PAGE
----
Derek Walcott, Nobel laureate, dead at 87

walcottobit.pngWalcott pictured at a press conference in Mexico City in 2014. (Berenice Bautista/Canadian Press)

Caribbean poet Derek Walcott, who won the Nobel Prize for literature in 1992, died at the age of 87 at his home in St. Lucia, the Associated Press confirmed with his family.

Walcott published several acclaimed poetry collections and plays exploring Caribbean identity, cultural experience and history with colonialism. He was awarded the Nobel Prize in 1992 for his "poetic oeuvre of great luminosity, sustained by a historical vision, the outcome of a multicultural commitment."

Some of Walcott's works include Tiepolo's Hound, Omeros, The Prodigal and White Egrets, which won the T.S. Eliot Prize in 2011. In 2015, Walcott received the Griffin Trust for Excellence in Poetry Lifetime Recognition Award, a prestigious Canadian literary award.

Walcott was born in 1930 in Castries, St. Lucia, the son of a school teacher and civil servant. He attended St. Mary's College in St. Lucia and the University of the West Indies in Jamaica.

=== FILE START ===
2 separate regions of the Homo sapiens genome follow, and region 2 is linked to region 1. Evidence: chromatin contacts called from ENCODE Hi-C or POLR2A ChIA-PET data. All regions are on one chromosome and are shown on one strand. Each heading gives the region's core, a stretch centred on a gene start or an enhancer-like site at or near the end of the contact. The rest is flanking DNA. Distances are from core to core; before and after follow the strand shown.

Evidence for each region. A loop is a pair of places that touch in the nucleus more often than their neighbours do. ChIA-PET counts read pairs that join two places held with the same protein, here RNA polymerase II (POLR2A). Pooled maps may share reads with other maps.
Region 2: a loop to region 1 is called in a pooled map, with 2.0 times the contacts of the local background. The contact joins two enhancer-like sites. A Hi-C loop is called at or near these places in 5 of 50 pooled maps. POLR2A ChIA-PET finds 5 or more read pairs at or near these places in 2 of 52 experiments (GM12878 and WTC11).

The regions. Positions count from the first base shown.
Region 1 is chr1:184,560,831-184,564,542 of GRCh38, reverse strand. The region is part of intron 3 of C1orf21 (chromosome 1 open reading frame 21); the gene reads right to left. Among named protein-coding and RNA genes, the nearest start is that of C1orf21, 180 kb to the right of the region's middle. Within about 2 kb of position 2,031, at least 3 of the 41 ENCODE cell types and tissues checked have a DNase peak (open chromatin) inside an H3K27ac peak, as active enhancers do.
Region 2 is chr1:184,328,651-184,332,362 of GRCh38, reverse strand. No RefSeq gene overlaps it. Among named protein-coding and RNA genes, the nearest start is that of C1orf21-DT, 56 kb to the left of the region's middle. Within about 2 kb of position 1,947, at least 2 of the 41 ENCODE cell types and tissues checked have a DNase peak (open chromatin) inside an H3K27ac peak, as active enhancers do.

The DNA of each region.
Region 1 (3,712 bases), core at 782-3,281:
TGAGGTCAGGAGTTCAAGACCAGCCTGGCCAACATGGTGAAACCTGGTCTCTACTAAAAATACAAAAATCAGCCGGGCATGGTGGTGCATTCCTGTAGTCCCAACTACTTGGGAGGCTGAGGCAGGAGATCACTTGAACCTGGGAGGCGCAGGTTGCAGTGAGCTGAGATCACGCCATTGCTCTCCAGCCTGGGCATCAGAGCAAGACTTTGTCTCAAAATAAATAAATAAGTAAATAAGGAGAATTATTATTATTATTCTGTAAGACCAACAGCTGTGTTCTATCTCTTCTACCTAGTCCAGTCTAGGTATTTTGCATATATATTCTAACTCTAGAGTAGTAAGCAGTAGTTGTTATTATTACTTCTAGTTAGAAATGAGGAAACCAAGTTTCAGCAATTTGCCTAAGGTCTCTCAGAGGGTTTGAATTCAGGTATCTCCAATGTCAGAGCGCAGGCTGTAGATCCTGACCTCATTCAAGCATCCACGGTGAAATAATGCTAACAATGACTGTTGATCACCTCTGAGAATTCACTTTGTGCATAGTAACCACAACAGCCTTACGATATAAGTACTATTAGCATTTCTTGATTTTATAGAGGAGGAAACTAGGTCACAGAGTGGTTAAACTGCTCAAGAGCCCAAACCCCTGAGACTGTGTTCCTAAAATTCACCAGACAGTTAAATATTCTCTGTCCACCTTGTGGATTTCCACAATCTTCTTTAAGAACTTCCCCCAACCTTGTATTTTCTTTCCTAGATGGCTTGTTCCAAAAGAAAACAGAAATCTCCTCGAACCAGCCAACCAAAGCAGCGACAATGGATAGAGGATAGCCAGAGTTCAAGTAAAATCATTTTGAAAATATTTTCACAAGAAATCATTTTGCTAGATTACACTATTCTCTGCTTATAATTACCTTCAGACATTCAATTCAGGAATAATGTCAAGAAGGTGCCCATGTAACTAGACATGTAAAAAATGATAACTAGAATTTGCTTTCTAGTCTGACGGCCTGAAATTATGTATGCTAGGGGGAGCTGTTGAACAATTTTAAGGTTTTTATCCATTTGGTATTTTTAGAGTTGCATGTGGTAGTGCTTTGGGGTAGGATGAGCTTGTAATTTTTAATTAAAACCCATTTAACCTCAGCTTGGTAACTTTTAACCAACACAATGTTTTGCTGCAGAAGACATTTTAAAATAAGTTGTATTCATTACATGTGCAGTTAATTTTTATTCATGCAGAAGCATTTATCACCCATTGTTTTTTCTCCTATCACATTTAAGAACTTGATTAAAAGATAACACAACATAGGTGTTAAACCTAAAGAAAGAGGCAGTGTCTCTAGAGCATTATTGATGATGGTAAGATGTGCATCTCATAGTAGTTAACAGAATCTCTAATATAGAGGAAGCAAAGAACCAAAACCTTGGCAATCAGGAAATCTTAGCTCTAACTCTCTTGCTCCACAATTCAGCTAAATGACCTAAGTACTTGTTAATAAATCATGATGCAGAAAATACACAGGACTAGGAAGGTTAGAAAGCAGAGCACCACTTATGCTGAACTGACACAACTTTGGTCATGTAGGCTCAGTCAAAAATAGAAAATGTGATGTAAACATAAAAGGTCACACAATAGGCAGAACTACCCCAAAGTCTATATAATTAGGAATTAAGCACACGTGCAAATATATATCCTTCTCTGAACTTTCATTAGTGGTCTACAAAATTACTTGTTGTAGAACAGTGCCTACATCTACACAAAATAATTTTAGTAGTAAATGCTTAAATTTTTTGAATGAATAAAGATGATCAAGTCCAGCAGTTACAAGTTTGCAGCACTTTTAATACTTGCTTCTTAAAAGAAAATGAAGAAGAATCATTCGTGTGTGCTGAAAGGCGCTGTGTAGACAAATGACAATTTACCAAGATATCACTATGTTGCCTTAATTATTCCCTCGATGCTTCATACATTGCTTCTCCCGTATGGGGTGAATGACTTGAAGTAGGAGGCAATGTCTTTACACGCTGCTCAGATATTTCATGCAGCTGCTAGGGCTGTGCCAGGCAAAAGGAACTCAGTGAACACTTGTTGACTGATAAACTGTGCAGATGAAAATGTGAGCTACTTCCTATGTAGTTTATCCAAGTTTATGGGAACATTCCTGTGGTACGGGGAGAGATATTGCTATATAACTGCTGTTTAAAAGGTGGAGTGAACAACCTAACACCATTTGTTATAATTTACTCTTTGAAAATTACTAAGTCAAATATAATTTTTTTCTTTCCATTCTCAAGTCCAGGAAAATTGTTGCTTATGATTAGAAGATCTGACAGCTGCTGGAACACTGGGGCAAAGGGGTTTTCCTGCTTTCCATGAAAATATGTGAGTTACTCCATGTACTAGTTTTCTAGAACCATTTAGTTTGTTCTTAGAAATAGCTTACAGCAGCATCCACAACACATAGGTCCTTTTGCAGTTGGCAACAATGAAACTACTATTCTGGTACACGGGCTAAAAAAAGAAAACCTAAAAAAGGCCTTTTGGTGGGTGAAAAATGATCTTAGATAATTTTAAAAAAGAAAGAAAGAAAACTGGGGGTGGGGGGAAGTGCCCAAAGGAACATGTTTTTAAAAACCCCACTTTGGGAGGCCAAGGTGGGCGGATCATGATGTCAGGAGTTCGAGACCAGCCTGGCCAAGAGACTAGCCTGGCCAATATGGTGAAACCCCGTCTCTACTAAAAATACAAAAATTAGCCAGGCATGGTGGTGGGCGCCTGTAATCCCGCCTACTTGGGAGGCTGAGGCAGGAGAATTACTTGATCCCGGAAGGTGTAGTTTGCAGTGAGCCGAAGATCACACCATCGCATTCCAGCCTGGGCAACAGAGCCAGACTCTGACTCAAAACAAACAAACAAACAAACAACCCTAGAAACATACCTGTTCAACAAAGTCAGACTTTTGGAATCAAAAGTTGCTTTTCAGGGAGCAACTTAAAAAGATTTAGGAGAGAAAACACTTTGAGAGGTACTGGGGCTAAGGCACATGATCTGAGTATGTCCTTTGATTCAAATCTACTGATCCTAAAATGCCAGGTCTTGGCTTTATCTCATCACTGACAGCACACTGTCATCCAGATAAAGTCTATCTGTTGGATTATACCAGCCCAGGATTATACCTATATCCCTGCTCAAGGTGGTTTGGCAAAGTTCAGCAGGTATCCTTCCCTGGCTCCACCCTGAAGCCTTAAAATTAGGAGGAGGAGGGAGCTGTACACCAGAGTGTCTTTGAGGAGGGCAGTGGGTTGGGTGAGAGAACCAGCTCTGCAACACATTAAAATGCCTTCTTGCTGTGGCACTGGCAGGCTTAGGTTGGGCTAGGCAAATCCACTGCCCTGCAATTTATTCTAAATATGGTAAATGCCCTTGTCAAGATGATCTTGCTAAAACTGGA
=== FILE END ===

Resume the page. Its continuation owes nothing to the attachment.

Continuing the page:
He published 25 Poems when he was 18 years old, but his breakthrough is widely considered to be the poetry collection In a Green Night, which was released in 1962.

Throughout his career, Walcott taught at universities around the world, including Boston University, Columbia, Rutgers and Yale.

Walcott spoke to Eleanor Wachtel on Writers & Company in 2006. You can listen to their conversation below.

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